Snow Sisters, Book One
The line in the café went all the way to the door. Danica Snow wished she hadn’t taken her sister Kaylie’s phone call before getting her morning coffee. Living in an overcrowded tourist town could be a major inconvenience, but Danica loved that she could walk from her condo to her office, see a movie, have dinner, or even stop at a bookstore without ever sitting in a car. Every minute counted when you lived in Allure, Colorado, host to an odd mix of hippie and yuppie tourists in equal numbers. The ski slopes brought them in the winter, while art shows drew them in the summer. There was never a break. Every suit and Rasta child in town was standing right in front of her, waiting for their coffee or latte, and the guy ahead of her had shoulders so wide she couldn’t easily see around him. Danica tapped the toe of her efficient and comfortable Nine West heels, growing more impatient by the second.
What on earth was taking so long? In seven minutes they’d served only one person. The tables were pushed so close to the people standing in line that she couldn’t step to the side to see. She was gridlocked. Danica leaned to the right and peered around the massive shoulder ahead of her just as the owner of that shoulder turned to look out the door. Whack! He elbowed her right in the nose, knocking Danica’s head back.
Her hand flew to her bloody nose. “Ow! Geez!” She ducked in pain, covering her face and talking through her hands. “I think you broke my nose.” Each word sent pain across her nose and below her eyes.
“I’m so sorry. Let me get you a napkin,” a deep, worried voice said.
Two patrons rushed over and shoved napkins in her direction.
“Are you okay?” an older woman asked.
Tears sprang from the corners of Danica’s closed eyes. Damn it. Her entire day would now run late and she probably looked like a red-nosed, crying idiot. “This hurts so bad. Weren’t you looking where—” Danica flipped her unruly, brown hair from her face and opened her eyes. Her venom-filled glare locked on the man who had elbowed her—the most beautiful specimen of a human being she had ever seen. Oh shit. “I’m…What…?” Come on, girl. Get it together. He’s probably an egomaniac.
“I’m so sorry.” His voice was rich and smooth, laden with concern.
A thin blonde grabbed his arm and shoved a napkin into his hand. “Give this to her,” she said, blinking her eyelashes in a come-hither way.
The man held the woman’s hand a beat too long. “Thanks,” he said. His eyes trailed down the blonde’s blouse.
Really? I’m bleeding over here.
He turned toward Danica and handed her the napkin. His eyes were green and yellow, like field grass. His eyebrows drew together in a serious gaze, and Danica thought that maybe she’d been too quick to judge—until he stole a glance at the blonde as she walked out of the café.
Asshole. She felt the heat of anger spread up her chest and neck, along her cheeks, to the ridge of her high cheekbones. She snagged the napkin from his hand and wiped her throbbing nose. “It’s okay. I’m fine,” she lied. She could smell the minty freshness of his breath, and she wondered what it might taste like. Danica was not one to swoon—that was Kaylie’s job. Get a grip.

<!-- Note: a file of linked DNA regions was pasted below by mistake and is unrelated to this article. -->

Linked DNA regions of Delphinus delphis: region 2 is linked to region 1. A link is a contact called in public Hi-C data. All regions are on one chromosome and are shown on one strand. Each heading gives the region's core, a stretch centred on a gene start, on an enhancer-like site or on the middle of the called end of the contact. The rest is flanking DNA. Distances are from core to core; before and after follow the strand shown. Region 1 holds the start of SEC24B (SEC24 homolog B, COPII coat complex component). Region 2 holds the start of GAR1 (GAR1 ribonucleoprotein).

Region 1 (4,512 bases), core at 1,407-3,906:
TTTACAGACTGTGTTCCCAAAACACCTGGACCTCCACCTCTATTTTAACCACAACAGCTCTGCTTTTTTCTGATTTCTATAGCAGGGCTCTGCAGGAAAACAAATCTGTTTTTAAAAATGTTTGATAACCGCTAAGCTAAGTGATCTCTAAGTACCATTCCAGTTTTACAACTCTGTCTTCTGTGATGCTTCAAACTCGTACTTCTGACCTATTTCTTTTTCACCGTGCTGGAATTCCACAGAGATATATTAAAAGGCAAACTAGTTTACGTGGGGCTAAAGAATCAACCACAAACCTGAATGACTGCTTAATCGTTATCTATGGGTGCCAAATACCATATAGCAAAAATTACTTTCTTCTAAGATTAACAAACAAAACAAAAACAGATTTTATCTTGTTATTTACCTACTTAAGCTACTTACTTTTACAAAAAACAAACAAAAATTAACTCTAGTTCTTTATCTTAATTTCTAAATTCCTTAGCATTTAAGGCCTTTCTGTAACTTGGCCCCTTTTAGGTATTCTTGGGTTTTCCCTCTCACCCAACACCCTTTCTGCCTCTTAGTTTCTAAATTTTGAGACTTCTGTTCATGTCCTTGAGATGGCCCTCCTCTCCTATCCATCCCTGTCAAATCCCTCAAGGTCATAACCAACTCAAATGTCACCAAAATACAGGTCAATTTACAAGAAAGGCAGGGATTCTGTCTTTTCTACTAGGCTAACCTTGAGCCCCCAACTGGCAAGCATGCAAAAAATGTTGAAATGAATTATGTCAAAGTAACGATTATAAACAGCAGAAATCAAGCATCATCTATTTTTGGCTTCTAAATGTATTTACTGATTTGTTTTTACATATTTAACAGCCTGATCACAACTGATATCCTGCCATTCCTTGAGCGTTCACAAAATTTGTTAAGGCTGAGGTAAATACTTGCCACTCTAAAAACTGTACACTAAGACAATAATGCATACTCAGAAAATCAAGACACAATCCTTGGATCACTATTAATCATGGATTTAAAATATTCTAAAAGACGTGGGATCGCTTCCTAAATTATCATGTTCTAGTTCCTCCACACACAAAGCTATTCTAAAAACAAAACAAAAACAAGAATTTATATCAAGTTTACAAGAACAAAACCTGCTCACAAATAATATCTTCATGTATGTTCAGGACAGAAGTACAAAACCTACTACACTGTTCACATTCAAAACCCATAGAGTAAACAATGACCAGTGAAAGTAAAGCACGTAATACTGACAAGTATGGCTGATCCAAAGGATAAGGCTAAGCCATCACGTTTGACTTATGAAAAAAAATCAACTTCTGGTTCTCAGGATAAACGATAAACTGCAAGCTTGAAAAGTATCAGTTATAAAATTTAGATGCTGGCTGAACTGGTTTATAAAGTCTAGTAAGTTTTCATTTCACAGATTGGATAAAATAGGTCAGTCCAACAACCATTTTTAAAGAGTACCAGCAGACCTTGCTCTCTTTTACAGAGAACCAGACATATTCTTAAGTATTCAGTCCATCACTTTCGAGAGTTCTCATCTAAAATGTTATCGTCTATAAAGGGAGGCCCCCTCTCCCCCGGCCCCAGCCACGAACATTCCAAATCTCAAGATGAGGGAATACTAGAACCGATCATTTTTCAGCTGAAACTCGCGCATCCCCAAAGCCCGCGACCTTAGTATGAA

“Can I at least buy you a coffee?” He ran his hand through his thick, dark hair.
Yes! “No, thank you. It’s okay.” She had been a therapist long enough to know what kind of guy eyes another girl while she was tending to a bloody nose that he had caused. Danica fumbled for her purse, which she’d dropped when she was hit. She lowered her eyes to avoid looking into his. “I’m fine, really. Just look behind you next time.” Not for the first time, Danica wished she had Kaylie’s flirting skills and her ability to look past his wandering eyes. She would have had him buying her coffee, a Danish, and breakfast the next morning.
Danica was so confused, she wasn’t even sure what she wanted. She chanced another glance up at him. He was looking at her features so intently that she felt as though he were drinking her in, memorizing her. His eyes trailed slowly from hers, lowered to her nose, to her lips, and then settled on the beauty mark that she’d been self-conscious of her entire life. She felt like a Cindy Crawford wannabe. Danica pursed her lips. “Are you done?” she asked.
He blinked with the innocence of a young boy, clueless to her annoyance, which was in stark contrast to his confident, manly presence. He stood almost a foot taller than Danica’s impressive five foot seven stature. His chest muscles bulged beneath his way-too-small shirt, dark curls poking through the neckline. He probably bought it that way on purpose. She glanced down and tried not to notice his muscular thighs straining against his stonewashed denim jeans. Danica swallowed hard. All the air suddenly left her lungs. He was touching her shoulder, squinting, evaluating her face.
“I’m sorry. I was just making sure it didn’t look broken, which it doesn’t. I’m sure it’s painful.”
She couldn’t think past the heat of his hand, the breadth of it engulfing her shoulder. “It’s okay,” she managed, hating herself for being lost in his touch when he was clearly someone who ate women for breakfast. She checked her watch. She had three minutes to get her coffee and get back to her office before her next client showed up. Belinda. She’d love this guy.
The line progressed, and Adonis waved as he left the café. Danica reached into her purse to pay for her French vanilla coffee and found herself taking a last glance at him as he passed the front window.
The young barista pushed Danica’s money away. “No need, hon. Blake paid for yours.” She smiled, lifting her eyebrows.
“He did?” Blake.
“Yeah, he’s really sweet.” The barista leaned over the cash register. “Even if he is a player.”
Aha! I knew it. Danica thrust her shoulders back, feeling smart for resisting temptation.